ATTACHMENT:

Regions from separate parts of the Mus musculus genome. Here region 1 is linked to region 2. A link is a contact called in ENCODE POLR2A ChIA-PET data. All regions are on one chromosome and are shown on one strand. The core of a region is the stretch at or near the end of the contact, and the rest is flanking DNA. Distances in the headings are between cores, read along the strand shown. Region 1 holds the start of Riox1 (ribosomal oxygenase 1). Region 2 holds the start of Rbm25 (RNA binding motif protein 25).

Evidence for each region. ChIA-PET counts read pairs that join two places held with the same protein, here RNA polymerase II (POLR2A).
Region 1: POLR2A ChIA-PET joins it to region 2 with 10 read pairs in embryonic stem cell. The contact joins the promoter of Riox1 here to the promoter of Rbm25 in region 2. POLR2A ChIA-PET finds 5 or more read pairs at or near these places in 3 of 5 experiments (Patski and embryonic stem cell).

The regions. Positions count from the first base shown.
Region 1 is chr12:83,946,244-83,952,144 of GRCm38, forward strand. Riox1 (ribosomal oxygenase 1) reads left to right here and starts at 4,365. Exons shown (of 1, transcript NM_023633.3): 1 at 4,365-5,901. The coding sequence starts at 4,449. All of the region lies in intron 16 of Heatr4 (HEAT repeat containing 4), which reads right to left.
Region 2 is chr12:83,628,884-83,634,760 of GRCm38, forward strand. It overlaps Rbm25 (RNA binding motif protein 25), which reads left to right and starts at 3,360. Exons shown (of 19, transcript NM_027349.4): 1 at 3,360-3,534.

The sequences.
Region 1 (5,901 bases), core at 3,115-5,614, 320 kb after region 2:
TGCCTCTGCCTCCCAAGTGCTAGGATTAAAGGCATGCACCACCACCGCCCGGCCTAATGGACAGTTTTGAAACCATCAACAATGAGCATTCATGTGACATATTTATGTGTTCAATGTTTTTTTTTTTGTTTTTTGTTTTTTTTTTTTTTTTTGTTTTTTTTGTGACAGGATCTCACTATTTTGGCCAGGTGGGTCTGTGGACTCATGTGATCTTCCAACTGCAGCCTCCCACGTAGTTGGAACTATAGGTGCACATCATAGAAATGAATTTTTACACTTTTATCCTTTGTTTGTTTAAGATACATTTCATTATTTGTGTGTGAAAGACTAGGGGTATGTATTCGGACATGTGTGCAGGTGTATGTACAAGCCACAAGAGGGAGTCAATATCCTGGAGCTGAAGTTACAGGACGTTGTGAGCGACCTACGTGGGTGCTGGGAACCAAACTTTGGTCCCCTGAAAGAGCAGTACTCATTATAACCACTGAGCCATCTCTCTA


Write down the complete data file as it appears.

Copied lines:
Regions from separate parts of the Mus musculus genome. Here region 1 is linked to region 2. A link is a contact called in ENCODE POLR2A ChIA-PET data. All regions are on one chromosome and are shown on one strand. The core of a region is the stretch at or near the end of the contact, and the rest is flanking DNA. Distances in the headings are between cores, read along the strand shown. Region 1 holds the start of Riox1 (ribosomal oxygenase 1). Region 2 holds the start of Rbm25 (RNA binding motif protein 25).

Evidence for each region. ChIA-PET counts read pairs that join two places held with the same protein, here RNA polymerase II (POLR2A).
Region 1: POLR2A ChIA-PET joins it to region 2 with 10 read pairs in embryonic stem cell. The contact joins the promoter of Riox1 here to the promoter of Rbm25 in region 2. POLR2A ChIA-PET finds 5 or more read pairs at or near these places in 3 of 5 experiments (Patski and embryonic stem cell).

The regions. Positions count from the first base shown.
Region 1 is chr12:83,946,244-83,952,144 of GRCm38, forward strand. Riox1 (ribosomal oxygenase 1) reads left to right here and starts at 4,365. Exons shown (of 1, transcript NM_023633.3): 1 at 4,365-5,901. The coding sequence starts at 4,449. All of the region lies in intron 16 of Heatr4 (HEAT repeat containing 4), which reads right to left.
Region 2 is chr12:83,628,884-83,634,760 of GRCm38, forward strand. It overlaps Rbm25 (RNA binding motif protein 25), which reads left to right and starts at 3,360. Exons shown (of 19, transcript NM_027349.4): 1 at 3,360-3,534.

The sequences.
Region 1 (5,901 bases), core at 3,115-5,614, 320 kb after region 2:
TGCCTCTGCCTCCCAAGTGCTAGGATTAAAGGCATGCACCACCACCGCCCGGCCTAATGGACAGTTTTGAAACCATCAACAATGAGCATTCATGTGACATATTTATGTGTTCAATGTTTTTTTTTTTGTTTTTTGTTTTTTTTTTTTTTTTTGTTTTTTTTGTGACAGGATCTCACTATTTTGGCCAGGTGGGTCTGTGGACTCATGTGATCTTCCAACTGCAGCCTCCCACGTAGTTGGAACTATAGGTGCACATCATAGAAATGAATTTTTACACTTTTATCCTTTGTTTGTTTAAGATACATTTCATTATTTGTGTGTGAAAGACTAGGGGTATGTATTCGGACATGTGTGCAGGTGTATGTACAAGCCACAAGAGGGAGTCAATATCCTGGAGCTGAAGTTACAGGACGTTGTGAGCGACCTACGTGGGTGCTGGGAACCAAACTTTGGTCCCCTGAAAGAGCAGTACTCATTATAACCACTGAGCCATCTCTCTA